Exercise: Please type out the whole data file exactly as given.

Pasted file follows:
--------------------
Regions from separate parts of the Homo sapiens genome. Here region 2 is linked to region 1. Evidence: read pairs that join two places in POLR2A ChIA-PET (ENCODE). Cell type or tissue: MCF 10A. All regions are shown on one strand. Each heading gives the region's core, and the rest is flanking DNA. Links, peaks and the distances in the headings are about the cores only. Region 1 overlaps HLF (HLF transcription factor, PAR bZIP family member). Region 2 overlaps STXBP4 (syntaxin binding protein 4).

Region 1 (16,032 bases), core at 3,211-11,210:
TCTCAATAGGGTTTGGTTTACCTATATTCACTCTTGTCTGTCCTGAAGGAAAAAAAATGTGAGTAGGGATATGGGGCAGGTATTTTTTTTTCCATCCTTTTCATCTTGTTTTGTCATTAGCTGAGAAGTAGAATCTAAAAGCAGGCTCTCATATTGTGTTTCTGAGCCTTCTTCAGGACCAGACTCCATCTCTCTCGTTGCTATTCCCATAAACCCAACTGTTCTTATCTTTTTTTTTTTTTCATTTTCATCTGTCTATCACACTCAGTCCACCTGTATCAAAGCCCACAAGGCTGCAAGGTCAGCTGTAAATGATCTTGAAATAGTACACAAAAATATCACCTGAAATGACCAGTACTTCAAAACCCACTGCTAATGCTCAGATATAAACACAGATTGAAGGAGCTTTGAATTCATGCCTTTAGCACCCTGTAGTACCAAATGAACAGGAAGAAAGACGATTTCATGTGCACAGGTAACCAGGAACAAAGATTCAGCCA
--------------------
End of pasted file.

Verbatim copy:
Regions from separate parts of the Homo sapiens genome. Here region 2 is linked to region 1. Evidence: read pairs that join two places in POLR2A ChIA-PET (ENCODE). Cell type or tissue: MCF 10A. All regions are shown on one strand. Each heading gives the region's core, and the rest is flanking DNA. Links, peaks and the distances in the headings are about the cores only. Region 1 overlaps HLF (HLF transcription factor, PAR bZIP family member). Region 2 overlaps STXBP4 (syntaxin binding protein 4).

Region 1 (16,032 bases), core at 3,211-11,210:
TCTCAATAGGGTTTGGTTTACCTATATTCACTCTTGTCTGTCCTGAAGGAAAAAAAATGTGAGTAGGGATATGGGGCAGGTATTTTTTTTTCCATCCTTTTCATCTTGTTTTGTCATTAGCTGAGAAGTAGAATCTAAAAGCAGGCTCTCATATTGTGTTTCTGAGCCTTCTTCAGGACCAGACTCCATCTCTCTCGTTGCTATTCCCATAAACCCAACTGTTCTTATCTTTTTTTTTTTTTCATTTTCATCTGTCTATCACACTCAGTCCACCTGTATCAAAGCCCACAAGGCTGCAAGGTCAGCTGTAAATGATCTTGAAATAGTACACAAAAATATCACCTGAAATGACCAGTACTTCAAAACCCACTGCTAATGCTCAGATATAAACACAGATTGAAGGAGCTTTGAATTCATGCCTTTAGCACCCTGTAGTACCAAATGAACAGGAAGAAAGACGATTTCATGTGCACAGGTAACCAGGAACAAAGATTCAGCCA